“My Parents Threaten To Kill Us”: My Story Of Marrying By Choice

Posted on November 26, 2014 in 16 Days Of Activism, My Story, Society

By Oxfam India:

I was undaunted in the face of my family’s ire when I decided to marry by my own choice. My partner, Ravi, belonged to a different caste and hailed from a weaker economic background. He was someone my parents would never approve of. They pleaded. They threatened. But I was not scared. They had no idea that their daughter was made of sterner stuff and would stick by her decision.

We got married in a court in August 2012. I was in the second year of graduation when I returned home, and he left for Lucknow where he worked in a store that sold auto-parts. A couple of months later, I left for Lucknow under the pretext of meeting a friend. When my parents found out, they tracked me down and forced me to return home. I was asked to ‘forget’ about the marriage. To them my marriage was like a toy, easily discarded and replaced. I was left stunned. I always knew that my parents would be angry about my decision, but I had hoped that at the end of the day, they would forgive me.

marriage

After living for five days with them, I realized that they will not accept my marriage under any circumstances and thus I fled from home.

After reaching Lucknow, we approached Humsafar. By then, my family had filed an FIR against Ravi and his father for kidnapping me. This was followed by repeated phone-calls from both our families; they asked us to return and sort out the issue. Despite being advised by our case workers at Humsafar against returning to meet our parents, we decided to go to Hardoi to see them, imagining that our families had come around.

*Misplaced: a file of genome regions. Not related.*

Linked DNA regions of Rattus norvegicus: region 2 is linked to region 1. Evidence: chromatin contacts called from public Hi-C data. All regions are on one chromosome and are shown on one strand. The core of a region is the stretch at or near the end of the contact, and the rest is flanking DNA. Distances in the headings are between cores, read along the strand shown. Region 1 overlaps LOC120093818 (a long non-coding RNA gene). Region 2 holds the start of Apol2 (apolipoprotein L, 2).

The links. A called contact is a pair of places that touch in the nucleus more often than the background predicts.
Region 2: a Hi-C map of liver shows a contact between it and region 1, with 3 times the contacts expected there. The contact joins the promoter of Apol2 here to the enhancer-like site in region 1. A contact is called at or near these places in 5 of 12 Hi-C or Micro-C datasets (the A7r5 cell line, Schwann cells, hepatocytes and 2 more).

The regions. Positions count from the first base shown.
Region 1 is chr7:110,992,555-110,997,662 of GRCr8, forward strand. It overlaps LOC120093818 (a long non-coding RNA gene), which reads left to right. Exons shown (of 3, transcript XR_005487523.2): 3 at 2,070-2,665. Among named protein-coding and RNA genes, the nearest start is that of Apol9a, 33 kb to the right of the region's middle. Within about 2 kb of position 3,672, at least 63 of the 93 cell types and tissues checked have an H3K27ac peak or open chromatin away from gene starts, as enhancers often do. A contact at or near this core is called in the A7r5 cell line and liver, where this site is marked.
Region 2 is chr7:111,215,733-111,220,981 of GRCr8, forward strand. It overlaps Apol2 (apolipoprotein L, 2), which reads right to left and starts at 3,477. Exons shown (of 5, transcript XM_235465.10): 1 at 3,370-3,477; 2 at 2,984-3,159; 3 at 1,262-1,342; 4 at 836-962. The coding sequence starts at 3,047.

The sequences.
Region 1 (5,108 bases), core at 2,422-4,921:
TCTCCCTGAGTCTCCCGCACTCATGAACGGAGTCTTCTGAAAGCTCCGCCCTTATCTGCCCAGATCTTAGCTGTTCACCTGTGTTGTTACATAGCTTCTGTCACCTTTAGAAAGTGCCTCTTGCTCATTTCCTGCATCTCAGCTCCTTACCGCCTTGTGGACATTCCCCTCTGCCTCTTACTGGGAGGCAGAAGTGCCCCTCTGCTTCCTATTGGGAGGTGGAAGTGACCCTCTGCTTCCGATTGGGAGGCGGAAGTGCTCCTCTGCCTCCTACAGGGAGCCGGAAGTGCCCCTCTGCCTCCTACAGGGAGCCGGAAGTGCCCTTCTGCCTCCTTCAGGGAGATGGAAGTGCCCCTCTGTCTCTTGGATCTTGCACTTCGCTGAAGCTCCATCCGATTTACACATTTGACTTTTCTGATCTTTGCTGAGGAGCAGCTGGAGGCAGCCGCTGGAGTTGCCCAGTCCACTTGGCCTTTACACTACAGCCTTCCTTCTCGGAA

Rest happened as expected. Ravi was arrested. I was sent back home.

When produced before the magistrate, despite the pressure from my family, I rubbished the kidnapping claims and made it clear that I wanted to live with my husband. As I expressed my unwillingness to go back to my parents, I was sent to the Nari Niketan in Lucknow.

Now the challenge was to get Ravi safely to Lucknow, given that my family was keeping a close watch on him. This was achieved with help from the police and from an organization in Hardoi. I was then provided with legal help to file a case against my family for threatening Ravi. I also filed a writ with the High Court asking for the FIR against my husband to be quashed.

Despite the hope of a legal victory, the dark clouds of fear still loom over us. My parents threaten to kill us. My in-laws don’t want to have anything to do with us. We are hesitant to make any friends or to discuss our past with anyone. We even avoid crowded places and keep to ourselves.

I worked as a domestic help for sometime before joining Humsafar, where I now work as an administrative assistant. I am also preparing to take the police entrance exams. The company of fellow survivors bolsters my courage.

The soured relation with my family, relatives and the loss of friends has not made me regret my decision to marry Ravi even once. It was my right and nobody should have the power to dictate otherwise.

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